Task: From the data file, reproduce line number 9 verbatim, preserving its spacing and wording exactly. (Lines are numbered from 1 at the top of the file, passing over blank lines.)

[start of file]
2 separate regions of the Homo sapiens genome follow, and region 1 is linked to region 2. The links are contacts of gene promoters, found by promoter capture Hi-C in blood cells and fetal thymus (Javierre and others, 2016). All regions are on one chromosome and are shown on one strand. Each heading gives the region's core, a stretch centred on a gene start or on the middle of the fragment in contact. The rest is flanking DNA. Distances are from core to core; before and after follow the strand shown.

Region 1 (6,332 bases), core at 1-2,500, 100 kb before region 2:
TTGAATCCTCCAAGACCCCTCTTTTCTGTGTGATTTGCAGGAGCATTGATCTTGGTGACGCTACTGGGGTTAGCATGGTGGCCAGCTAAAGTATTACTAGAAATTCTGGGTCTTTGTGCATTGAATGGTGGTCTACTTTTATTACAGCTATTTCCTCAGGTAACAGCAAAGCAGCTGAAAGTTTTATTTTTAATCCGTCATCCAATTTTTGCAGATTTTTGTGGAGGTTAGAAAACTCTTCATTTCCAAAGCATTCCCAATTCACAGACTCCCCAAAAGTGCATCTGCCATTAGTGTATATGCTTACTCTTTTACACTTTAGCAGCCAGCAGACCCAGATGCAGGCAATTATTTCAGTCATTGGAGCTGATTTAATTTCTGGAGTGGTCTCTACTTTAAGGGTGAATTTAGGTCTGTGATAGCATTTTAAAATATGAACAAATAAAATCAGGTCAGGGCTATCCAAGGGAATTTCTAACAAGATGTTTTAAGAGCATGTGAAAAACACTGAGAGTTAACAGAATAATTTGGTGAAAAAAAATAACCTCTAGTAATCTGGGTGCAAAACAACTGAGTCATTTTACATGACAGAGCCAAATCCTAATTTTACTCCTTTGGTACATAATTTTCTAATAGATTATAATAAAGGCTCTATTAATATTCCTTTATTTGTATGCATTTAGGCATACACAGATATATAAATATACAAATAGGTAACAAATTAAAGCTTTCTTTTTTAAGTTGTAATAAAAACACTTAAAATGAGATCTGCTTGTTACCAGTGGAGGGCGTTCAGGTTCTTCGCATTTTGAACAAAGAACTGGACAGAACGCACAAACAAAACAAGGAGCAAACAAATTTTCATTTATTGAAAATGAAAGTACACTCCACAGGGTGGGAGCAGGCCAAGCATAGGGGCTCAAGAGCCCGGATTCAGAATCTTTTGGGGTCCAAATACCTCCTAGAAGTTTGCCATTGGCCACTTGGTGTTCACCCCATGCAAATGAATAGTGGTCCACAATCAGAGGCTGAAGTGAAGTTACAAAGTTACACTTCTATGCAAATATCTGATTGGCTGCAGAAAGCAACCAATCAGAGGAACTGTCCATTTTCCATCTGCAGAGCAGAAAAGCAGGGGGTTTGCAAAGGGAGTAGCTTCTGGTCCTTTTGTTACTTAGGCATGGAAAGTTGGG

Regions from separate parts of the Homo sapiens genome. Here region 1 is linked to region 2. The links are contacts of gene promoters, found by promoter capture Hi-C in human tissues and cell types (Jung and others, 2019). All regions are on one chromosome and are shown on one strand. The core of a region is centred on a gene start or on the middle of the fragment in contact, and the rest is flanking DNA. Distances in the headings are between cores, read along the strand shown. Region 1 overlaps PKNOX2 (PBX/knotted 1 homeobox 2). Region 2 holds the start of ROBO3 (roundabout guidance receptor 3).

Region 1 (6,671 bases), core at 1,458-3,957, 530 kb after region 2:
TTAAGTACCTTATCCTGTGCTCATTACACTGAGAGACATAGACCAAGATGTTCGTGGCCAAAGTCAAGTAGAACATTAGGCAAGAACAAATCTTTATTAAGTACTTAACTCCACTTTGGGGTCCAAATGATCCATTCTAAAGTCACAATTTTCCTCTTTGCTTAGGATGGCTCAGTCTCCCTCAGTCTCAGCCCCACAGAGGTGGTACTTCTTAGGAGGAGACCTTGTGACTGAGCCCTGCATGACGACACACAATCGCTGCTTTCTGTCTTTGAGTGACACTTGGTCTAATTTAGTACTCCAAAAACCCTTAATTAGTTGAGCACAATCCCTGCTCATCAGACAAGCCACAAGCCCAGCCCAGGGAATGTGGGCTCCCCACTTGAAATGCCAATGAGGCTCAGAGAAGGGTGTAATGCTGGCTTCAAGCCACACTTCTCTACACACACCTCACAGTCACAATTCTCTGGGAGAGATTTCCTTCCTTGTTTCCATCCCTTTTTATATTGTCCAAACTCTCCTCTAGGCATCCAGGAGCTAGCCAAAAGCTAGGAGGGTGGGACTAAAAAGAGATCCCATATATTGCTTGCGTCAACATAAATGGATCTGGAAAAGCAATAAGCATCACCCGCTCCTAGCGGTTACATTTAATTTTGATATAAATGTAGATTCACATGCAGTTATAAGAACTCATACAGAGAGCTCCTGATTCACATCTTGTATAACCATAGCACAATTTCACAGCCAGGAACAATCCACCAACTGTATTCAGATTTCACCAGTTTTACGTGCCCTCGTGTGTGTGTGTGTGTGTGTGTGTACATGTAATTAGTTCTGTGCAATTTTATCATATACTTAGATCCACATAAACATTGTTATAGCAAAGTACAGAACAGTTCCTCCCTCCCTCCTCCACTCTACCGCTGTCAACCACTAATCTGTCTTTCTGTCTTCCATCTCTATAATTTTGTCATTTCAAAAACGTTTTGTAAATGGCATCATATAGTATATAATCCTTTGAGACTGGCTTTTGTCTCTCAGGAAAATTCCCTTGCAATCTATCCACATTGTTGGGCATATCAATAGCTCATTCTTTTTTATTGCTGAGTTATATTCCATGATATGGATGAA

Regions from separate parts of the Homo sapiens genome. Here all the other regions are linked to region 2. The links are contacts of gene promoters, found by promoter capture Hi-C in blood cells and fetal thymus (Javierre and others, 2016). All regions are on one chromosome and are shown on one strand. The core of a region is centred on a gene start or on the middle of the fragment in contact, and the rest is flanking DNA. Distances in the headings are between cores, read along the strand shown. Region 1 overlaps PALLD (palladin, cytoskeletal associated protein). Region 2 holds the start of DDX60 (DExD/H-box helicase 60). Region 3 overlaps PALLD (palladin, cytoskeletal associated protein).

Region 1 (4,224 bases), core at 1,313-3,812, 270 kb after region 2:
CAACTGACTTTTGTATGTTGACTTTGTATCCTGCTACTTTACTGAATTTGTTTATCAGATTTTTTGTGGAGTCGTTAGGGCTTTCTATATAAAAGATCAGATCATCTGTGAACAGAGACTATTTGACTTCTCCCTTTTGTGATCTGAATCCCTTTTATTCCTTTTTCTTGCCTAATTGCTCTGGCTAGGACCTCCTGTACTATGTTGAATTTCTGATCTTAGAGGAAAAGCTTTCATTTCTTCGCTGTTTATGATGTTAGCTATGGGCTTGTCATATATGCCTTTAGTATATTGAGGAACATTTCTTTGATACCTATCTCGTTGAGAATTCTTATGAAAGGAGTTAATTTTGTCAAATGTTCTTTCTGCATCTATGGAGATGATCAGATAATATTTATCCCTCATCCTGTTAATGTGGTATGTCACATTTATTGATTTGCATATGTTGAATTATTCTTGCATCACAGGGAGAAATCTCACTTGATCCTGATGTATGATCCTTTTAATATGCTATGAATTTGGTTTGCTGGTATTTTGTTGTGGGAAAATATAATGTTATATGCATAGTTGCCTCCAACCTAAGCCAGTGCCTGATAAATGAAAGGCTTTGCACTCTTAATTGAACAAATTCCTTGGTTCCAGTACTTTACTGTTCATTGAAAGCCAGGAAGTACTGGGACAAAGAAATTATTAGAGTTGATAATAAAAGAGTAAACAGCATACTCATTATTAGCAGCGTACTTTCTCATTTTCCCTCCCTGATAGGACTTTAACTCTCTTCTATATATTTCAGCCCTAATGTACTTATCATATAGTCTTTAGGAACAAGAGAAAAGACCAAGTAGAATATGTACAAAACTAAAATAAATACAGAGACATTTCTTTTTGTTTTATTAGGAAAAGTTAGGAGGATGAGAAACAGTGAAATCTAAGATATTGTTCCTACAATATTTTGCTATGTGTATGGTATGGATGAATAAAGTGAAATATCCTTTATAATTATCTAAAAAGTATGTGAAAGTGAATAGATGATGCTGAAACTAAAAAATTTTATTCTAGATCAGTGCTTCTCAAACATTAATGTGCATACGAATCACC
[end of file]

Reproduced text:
CAACTGACTTTTGTATGTTGACTTTGTATCCTGCTACTTTACTGAATTTGTTTATCAGATTTTTTGTGGAGTCGTTAGGGCTTTCTATATAAAAGATCAGATCATCTGTGAACAGAGACTATTTGACTTCTCCCTTTTGTGATCTGAATCCCTTTTATTCCTTTTTCTTGCCTAATTGCTCTGGCTAGGACCTCCTGTACTATGTTGAATTTCTGATCTTAGAGGAAAAGCTTTCATTTCTTCGCTGTTTATGATGTTAGCTATGGGCTTGTCATATATGCCTTTAGTATATTGAGGAACATTTCTTTGATACCTATCTCGTTGAGAATTCTTATGAAAGGAGTTAATTTTGTCAAATGTTCTTTCTGCATCTATGGAGATGATCAGATAATATTTATCCCTCATCCTGTTAATGTGGTATGTCACATTTATTGATTTGCATATGTTGAATTATTCTTGCATCACAGGGAGAAATCTCACTTGATCCTGATGTATGATCCTTTTAATATGCTATGAATTTGGTTTGCTGGTATTTTGTTGTGGGAAAATATAATGTTATATGCATAGTTGCCTCCAACCTAAGCCAGTGCCTGATAAATGAAAGGCTTTGCACTCTTAATTGAACAAATTCCTTGGTTCCAGTACTTTACTGTTCATTGAAAGCCAGGAAGTACTGGGACAAAGAAATTATTAGAGTTGATAATAAAAGAGTAAACAGCATACTCATTATTAGCAGCGTACTTTCTCATTTTCCCTCCCTGATAGGACTTTAACTCTCTTCTATATATTTCAGCCCTAATGTACTTATCATATAGTCTTTAGGAACAAGAGAAAAGACCAAGTAGAATATGTACAAAACTAAAATAAATACAGAGACATTTCTTTTTGTTTTATTAGGAAAAGTTAGGAGGATGAGAAACAGTGAAATCTAAGATATTGTTCCTACAATATTTTGCTATGTGTATGGTATGGATGAATAAAGTGAAATATCCTTTATAATTATCTAAAAAGTATGTGAAAGTGAATAGATGATGCTGAAACTAAAAAATTTTATTCTAGATCAGTGCTTCTCAAACATTAATGTGCATACGAATCACC